Written by Nishad Rahman on December 11, 2012 in Economics
Doddering, venerable, and wise; energetic, spastic, and vivacious; universal healthcare covers all individuals possessing all or any of these attributes, and any others as well. It is difficult to deny that conceptually, this system appears ideal. As proclaimed by those in favor, universal healthcare ensures the fundamental rights for “Life, Liberty, and the Pursuit of Happiness” as inscribed within our Constitution. No loopholes. No coverage denials. No massive private debts sundering helpless families. Healthcare as it would be in a perfect world.
Yet the controversy that surrounds this topic exists for a reason. Countless nightmares abound featuring the preventable loss of unique individuals to oblivion through the inefficiencies that inevitably accompany bureaucratic administration. Extensive waiting lines, even for emergency procedures. Tax increases. Debt. Fears that are both omnipresent and eminently possible, perhaps even probable, within this form of healthcare. The question then becomes, does universal healthcare actually work?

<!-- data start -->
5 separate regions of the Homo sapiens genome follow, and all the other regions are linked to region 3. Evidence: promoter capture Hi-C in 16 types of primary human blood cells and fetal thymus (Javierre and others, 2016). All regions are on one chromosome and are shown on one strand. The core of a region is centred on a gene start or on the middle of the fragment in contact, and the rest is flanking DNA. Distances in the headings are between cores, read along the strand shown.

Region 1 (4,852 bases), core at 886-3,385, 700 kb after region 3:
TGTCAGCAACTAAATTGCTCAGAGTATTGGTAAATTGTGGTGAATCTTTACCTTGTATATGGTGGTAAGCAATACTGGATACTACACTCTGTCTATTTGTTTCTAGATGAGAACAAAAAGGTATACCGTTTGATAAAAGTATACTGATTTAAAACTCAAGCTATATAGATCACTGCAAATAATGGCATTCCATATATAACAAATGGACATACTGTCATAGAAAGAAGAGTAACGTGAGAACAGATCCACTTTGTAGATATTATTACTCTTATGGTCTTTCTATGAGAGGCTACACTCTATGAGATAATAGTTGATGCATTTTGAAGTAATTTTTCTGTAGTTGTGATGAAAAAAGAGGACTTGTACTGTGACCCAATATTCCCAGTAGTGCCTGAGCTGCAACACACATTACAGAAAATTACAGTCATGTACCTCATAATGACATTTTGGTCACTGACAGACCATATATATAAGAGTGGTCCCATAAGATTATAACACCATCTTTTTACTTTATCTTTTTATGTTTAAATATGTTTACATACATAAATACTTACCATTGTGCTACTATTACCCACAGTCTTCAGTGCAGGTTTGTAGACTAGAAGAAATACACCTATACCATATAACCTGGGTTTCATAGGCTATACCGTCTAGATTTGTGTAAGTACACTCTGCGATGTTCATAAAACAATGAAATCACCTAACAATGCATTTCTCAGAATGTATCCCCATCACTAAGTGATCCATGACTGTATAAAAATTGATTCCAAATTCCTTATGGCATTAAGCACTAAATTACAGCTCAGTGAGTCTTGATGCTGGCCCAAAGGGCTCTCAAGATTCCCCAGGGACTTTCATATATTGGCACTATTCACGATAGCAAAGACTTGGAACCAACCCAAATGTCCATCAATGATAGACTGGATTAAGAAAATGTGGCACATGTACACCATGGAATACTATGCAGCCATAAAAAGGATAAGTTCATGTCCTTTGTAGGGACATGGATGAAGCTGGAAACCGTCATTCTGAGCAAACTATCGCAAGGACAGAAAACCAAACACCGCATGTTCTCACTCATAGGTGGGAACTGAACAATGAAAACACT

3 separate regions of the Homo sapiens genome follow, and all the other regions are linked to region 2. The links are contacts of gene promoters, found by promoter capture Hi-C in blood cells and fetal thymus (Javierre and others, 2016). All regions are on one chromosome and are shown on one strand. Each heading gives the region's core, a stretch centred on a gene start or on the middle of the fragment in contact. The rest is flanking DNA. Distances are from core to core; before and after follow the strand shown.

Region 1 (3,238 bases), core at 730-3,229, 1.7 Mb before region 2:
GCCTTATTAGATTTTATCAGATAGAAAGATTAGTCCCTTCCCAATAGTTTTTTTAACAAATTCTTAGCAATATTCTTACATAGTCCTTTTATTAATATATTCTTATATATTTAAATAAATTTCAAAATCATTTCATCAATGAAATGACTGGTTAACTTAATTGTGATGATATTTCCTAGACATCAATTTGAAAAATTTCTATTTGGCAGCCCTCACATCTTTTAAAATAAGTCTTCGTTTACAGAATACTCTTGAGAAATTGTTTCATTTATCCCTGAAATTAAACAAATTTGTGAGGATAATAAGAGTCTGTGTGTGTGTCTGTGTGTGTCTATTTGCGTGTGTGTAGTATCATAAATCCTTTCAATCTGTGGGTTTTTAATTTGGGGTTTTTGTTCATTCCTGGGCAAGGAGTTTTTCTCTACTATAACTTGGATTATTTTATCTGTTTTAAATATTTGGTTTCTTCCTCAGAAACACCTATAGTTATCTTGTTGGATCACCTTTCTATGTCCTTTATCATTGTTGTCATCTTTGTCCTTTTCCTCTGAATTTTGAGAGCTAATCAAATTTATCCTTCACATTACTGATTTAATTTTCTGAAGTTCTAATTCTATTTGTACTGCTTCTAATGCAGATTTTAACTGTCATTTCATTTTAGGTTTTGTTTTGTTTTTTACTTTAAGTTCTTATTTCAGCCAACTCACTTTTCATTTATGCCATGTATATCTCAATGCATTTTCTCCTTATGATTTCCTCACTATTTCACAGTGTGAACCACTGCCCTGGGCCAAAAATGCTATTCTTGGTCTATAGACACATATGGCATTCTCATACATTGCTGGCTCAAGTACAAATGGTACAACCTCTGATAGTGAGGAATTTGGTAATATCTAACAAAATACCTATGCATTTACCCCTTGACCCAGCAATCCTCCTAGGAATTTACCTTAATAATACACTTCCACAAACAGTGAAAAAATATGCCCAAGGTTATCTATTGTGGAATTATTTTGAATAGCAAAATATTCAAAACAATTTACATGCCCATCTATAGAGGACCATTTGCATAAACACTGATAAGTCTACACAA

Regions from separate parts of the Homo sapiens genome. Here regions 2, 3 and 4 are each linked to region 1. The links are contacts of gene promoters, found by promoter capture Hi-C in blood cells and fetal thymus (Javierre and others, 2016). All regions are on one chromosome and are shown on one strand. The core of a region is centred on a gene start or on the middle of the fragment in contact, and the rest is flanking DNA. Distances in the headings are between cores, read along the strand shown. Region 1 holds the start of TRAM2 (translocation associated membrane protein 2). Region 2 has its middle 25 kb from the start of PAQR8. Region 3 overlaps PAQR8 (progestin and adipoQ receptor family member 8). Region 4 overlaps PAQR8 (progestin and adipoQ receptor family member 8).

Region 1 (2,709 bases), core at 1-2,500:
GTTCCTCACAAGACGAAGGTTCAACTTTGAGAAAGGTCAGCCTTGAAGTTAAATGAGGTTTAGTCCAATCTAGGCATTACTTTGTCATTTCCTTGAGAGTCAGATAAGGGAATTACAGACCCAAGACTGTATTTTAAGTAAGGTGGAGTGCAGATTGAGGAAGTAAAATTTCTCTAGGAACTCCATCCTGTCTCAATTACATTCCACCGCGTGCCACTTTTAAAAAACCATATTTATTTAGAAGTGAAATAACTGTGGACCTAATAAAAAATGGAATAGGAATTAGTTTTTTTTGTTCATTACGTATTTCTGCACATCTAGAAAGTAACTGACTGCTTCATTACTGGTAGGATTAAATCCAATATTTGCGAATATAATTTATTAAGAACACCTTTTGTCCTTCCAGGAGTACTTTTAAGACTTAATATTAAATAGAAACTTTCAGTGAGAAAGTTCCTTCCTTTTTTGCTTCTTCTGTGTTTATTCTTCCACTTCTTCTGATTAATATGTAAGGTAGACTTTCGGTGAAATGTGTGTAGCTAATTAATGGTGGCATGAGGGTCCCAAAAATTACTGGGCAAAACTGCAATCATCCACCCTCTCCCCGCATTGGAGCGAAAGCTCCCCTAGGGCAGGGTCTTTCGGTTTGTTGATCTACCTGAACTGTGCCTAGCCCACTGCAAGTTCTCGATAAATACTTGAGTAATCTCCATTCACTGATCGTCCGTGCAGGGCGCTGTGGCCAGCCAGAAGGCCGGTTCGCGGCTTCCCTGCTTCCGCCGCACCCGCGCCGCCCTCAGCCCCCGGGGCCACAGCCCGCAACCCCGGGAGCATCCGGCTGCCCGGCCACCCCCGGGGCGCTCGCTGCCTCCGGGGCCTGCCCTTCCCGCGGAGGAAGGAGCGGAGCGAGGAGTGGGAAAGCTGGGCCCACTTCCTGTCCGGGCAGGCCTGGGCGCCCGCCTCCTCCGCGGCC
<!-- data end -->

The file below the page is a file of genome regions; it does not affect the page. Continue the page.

The answer lies in France, owner of the best overall healthcare system in the world according to the World Health Organization. Paid for privately and publicly, this system boasts high patient satisfaction, low mortality rates, and low expenditure in comparison to the United States. Patient choice and physician autonomy are protected. An emphasis is placed not on reactive response, but on proactive prevention, ultimately saving millions in both money and lives. France shows us that universal healthcare is fiscally viable and operates efficiently